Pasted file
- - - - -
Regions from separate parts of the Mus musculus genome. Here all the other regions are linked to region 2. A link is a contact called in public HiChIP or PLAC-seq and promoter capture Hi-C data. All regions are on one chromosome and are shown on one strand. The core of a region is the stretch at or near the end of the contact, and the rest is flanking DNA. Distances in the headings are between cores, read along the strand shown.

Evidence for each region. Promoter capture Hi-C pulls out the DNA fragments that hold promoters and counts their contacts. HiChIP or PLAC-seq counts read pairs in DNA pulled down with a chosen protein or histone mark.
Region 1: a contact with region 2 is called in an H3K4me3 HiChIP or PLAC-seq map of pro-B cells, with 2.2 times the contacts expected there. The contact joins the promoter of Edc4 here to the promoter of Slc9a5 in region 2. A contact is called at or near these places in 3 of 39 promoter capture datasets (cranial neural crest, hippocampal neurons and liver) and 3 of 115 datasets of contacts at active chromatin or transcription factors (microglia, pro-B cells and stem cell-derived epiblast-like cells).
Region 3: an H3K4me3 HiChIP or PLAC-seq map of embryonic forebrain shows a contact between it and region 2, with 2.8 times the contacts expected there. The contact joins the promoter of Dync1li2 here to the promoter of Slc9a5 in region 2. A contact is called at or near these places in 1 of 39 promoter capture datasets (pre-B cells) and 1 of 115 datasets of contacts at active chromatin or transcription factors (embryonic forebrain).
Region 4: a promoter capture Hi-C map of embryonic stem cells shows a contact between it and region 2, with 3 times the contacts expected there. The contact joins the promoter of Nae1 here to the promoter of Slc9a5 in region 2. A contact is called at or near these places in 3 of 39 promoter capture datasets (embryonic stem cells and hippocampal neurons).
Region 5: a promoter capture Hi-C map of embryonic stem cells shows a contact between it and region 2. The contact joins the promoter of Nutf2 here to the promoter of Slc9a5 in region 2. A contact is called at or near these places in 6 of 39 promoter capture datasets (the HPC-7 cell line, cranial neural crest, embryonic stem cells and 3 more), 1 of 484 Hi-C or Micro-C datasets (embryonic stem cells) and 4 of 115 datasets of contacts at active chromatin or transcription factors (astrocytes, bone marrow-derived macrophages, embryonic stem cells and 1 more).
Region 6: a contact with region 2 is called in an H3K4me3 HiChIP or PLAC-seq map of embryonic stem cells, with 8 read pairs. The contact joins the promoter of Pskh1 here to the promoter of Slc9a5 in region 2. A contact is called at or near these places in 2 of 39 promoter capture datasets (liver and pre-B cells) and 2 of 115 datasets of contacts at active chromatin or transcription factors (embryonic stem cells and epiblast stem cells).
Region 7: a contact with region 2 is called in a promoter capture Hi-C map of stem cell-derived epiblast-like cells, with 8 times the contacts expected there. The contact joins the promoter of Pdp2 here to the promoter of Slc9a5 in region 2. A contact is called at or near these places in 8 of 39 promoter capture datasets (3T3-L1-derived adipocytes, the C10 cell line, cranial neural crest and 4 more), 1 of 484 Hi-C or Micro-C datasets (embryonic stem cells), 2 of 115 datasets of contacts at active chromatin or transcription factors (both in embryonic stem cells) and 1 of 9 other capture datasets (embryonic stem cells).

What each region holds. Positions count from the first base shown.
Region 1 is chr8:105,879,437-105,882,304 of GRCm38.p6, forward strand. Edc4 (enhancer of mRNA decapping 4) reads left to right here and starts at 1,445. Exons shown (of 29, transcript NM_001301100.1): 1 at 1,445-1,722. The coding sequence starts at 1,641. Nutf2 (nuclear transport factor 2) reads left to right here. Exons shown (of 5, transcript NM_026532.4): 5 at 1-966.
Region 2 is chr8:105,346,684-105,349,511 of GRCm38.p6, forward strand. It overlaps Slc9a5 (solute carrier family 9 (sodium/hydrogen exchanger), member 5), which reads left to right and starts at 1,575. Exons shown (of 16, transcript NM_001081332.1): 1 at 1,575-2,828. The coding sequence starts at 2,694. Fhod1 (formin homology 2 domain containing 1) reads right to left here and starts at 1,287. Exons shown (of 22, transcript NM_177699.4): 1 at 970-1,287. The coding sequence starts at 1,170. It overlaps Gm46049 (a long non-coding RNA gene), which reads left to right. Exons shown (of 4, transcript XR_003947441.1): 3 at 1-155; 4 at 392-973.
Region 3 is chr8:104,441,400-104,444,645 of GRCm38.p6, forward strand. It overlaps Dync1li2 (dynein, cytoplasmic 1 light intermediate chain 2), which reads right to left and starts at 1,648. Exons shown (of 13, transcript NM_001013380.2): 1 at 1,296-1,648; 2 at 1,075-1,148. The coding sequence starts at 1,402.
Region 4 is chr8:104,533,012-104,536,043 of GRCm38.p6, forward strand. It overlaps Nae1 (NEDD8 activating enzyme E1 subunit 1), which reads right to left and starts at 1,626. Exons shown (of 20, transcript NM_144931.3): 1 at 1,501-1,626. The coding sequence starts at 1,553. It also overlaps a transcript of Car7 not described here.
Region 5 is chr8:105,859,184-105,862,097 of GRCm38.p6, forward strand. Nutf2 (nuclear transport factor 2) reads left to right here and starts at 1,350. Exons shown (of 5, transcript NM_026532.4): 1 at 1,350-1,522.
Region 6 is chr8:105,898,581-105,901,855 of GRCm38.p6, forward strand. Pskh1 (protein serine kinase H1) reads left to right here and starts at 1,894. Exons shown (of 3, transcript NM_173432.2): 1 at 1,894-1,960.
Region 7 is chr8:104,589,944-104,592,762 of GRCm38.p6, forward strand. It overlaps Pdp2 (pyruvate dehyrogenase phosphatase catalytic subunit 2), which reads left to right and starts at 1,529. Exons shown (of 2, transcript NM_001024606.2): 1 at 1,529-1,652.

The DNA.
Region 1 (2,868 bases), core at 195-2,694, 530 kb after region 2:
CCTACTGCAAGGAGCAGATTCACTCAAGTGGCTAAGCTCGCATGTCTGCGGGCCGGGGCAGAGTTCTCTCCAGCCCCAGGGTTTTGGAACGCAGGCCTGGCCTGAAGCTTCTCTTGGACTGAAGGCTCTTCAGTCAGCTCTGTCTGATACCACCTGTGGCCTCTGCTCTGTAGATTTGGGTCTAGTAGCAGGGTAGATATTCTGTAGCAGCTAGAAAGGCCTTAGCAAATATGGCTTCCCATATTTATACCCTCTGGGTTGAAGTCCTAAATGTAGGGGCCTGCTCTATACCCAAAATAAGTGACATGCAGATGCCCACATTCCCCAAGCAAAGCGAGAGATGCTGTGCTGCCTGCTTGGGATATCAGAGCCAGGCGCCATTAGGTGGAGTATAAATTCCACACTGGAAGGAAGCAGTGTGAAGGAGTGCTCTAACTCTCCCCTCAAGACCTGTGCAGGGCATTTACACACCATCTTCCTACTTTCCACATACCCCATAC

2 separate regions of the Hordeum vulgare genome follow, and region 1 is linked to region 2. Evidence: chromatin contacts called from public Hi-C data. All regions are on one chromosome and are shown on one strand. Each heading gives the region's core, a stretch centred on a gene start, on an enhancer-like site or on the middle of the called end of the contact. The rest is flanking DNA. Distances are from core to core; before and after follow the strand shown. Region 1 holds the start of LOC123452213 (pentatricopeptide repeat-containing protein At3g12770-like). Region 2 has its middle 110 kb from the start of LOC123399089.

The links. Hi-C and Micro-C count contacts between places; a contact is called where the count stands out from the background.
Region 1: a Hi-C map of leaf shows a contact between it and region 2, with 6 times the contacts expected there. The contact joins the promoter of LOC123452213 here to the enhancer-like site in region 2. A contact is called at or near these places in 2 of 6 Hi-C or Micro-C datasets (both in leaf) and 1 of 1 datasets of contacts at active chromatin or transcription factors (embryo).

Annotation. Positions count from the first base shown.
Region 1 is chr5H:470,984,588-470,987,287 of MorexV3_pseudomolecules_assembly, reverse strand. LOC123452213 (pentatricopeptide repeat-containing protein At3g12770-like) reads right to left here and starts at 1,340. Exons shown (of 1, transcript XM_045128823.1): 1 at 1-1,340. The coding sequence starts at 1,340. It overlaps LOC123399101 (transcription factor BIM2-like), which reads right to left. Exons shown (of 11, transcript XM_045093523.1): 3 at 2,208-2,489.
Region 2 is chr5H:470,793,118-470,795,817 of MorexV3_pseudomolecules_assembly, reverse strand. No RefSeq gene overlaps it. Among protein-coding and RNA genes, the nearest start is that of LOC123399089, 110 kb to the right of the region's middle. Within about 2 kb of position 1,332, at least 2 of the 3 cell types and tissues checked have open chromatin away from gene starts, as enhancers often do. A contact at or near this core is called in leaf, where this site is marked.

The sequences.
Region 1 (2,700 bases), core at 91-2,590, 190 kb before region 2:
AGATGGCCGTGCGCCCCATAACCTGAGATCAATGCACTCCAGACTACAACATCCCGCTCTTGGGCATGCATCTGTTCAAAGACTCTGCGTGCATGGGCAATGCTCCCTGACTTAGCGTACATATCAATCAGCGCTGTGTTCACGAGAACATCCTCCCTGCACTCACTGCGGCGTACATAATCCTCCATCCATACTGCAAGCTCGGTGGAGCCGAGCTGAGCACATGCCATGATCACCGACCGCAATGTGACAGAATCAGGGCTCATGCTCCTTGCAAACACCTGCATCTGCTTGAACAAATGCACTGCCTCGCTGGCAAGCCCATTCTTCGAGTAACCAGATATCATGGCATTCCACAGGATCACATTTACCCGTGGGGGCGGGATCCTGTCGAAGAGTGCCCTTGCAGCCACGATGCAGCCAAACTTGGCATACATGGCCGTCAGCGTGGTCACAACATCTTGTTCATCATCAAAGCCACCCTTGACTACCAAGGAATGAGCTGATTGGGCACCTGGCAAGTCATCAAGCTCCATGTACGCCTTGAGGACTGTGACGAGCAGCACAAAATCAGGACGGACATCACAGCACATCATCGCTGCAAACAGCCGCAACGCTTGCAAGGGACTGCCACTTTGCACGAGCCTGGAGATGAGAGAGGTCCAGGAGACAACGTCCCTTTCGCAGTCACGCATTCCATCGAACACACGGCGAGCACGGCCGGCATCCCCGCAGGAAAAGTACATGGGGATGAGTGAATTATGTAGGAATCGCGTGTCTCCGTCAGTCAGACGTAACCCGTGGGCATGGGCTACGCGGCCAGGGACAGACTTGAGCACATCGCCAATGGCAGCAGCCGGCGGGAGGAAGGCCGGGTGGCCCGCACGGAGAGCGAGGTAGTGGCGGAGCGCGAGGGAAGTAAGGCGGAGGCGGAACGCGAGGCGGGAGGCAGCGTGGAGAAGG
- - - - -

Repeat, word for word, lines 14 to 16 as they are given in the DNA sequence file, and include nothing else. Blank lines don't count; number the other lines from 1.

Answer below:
Region 5 is chr8:105,859,184-105,862,097 of GRCm38.p6, forward strand. Nutf2 (nuclear transport factor 2) reads left to right here and starts at 1,350. Exons shown (of 5, transcript NM_026532.4): 1 at 1,350-1,522.
Region 6 is chr8:105,898,581-105,901,855 of GRCm38.p6, forward strand. Pskh1 (protein serine kinase H1) reads left to right here and starts at 1,894. Exons shown (of 3, transcript NM_173432.2): 1 at 1,894-1,960.
Region 7 is chr8:104,589,944-104,592,762 of GRCm38.p6, forward strand. It overlaps Pdp2 (pyruvate dehyrogenase phosphatase catalytic subunit 2), which reads left to right and starts at 1,529. Exons shown (of 2, transcript NM_001024606.2): 1 at 1,529-1,652.